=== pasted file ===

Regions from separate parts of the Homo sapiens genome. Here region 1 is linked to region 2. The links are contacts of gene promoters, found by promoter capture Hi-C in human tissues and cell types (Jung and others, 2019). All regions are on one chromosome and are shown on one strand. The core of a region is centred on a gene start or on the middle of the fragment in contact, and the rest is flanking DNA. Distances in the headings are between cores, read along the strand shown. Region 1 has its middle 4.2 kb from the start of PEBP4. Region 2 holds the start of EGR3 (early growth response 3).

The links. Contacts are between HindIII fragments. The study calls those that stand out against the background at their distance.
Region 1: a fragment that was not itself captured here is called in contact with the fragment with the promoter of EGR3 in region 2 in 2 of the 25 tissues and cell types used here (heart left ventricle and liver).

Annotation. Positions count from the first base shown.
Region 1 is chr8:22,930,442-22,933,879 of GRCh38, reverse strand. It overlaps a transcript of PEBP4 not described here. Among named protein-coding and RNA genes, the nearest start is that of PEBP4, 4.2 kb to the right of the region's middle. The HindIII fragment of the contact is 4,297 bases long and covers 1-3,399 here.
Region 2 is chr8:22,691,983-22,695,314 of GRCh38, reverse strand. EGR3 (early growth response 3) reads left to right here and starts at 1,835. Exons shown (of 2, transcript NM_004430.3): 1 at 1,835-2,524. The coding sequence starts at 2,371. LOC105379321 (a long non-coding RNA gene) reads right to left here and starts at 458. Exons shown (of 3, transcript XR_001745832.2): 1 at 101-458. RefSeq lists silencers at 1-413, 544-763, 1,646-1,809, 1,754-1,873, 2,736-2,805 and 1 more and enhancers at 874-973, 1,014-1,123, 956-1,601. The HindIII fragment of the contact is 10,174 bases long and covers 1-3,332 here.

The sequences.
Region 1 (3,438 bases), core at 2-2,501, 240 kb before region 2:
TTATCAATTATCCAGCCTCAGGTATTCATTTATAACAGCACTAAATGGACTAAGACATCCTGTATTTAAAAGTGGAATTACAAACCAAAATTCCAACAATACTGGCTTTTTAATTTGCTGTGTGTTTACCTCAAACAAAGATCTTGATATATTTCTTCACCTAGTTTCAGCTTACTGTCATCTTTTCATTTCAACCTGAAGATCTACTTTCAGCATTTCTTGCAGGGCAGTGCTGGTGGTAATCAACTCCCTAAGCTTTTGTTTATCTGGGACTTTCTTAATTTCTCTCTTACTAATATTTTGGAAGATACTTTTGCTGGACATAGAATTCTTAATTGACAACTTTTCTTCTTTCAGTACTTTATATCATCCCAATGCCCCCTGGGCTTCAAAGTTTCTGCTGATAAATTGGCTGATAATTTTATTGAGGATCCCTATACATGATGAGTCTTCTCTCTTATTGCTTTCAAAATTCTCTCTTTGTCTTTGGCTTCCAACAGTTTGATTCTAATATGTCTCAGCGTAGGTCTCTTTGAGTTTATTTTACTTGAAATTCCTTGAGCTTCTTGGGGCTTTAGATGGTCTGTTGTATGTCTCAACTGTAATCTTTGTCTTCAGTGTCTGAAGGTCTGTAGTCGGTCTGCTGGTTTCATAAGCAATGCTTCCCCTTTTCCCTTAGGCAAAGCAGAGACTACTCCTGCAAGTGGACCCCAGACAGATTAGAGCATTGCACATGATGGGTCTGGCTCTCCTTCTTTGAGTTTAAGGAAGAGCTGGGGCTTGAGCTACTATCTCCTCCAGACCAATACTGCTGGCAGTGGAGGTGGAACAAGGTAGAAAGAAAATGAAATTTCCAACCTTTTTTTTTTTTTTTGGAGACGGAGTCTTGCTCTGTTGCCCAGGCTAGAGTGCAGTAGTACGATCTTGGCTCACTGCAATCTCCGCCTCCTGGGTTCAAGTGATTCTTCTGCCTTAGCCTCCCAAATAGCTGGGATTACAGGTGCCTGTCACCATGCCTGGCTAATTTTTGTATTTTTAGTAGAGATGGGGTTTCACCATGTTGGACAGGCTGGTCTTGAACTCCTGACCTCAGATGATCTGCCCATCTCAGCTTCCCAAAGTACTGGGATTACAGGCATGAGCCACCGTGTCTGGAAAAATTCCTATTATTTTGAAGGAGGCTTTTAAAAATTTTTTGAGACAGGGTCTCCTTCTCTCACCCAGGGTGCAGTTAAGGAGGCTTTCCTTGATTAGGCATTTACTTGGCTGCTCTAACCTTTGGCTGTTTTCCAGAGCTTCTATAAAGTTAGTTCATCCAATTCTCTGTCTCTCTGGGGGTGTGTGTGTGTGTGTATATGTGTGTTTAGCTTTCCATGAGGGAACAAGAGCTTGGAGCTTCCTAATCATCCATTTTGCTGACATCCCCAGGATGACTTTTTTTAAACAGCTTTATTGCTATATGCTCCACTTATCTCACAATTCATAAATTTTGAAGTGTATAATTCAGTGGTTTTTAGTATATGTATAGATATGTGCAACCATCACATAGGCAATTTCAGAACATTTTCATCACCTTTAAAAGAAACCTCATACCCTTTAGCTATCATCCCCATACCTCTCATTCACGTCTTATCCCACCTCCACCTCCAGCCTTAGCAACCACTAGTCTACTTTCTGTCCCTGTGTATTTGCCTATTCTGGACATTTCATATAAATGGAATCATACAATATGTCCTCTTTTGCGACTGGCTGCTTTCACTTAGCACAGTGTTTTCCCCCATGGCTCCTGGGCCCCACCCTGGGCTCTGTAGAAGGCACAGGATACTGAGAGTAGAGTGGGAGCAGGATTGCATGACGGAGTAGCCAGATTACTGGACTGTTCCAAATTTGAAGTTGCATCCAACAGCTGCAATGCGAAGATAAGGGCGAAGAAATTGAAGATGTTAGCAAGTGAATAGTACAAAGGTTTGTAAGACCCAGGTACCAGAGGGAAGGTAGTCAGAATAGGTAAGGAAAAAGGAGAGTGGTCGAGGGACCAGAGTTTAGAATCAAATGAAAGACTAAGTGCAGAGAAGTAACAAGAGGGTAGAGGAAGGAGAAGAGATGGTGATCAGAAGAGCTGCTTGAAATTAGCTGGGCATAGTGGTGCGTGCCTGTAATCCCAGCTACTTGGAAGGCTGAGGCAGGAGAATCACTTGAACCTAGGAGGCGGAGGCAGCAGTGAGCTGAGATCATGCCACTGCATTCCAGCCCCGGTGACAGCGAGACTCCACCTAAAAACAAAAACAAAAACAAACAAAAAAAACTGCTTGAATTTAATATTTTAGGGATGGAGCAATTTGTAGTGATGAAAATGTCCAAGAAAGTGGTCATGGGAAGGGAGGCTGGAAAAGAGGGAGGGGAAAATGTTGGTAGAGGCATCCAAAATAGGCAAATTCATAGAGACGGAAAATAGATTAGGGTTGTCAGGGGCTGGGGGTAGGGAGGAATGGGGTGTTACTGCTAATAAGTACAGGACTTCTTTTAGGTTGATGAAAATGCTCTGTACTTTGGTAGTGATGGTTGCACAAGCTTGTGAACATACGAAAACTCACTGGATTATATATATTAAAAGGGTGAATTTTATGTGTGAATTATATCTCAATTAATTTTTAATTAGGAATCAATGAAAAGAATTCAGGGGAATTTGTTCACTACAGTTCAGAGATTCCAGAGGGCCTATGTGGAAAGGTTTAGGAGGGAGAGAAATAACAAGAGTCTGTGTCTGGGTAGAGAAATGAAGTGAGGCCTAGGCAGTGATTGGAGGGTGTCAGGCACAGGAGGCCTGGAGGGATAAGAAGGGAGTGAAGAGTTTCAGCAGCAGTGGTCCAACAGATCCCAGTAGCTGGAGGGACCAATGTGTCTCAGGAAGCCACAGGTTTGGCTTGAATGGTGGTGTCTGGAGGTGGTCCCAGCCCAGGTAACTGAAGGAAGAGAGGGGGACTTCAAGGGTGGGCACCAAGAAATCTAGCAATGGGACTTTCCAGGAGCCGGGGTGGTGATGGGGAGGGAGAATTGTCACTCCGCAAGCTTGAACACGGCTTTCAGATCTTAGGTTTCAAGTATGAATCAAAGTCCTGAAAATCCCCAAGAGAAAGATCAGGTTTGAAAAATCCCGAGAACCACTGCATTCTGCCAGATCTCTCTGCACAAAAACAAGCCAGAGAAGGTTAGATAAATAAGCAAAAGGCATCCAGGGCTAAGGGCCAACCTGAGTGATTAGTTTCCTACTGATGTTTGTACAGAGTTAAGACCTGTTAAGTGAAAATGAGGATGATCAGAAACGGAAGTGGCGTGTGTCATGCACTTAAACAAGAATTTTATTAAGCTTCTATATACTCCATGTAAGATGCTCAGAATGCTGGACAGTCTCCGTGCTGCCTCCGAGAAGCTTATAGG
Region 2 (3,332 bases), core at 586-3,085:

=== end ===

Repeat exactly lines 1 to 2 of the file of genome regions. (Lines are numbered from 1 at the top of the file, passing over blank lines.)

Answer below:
Regions from separate parts of the Homo sapiens genome. Here region 1 is linked to region 2. The links are contacts of gene promoters, found by promoter capture Hi-C in human tissues and cell types (Jung and others, 2019). All regions are on one chromosome and are shown on one strand. The core of a region is centred on a gene start or on the middle of the fragment in contact, and the rest is flanking DNA. Distances in the headings are between cores, read along the strand shown. Region 1 has its middle 4.2 kb from the start of PEBP4. Region 2 holds the start of EGR3 (early growth response 3).

The links. Contacts are between HindIII fragments. The study calls those that stand out against the background at their distance.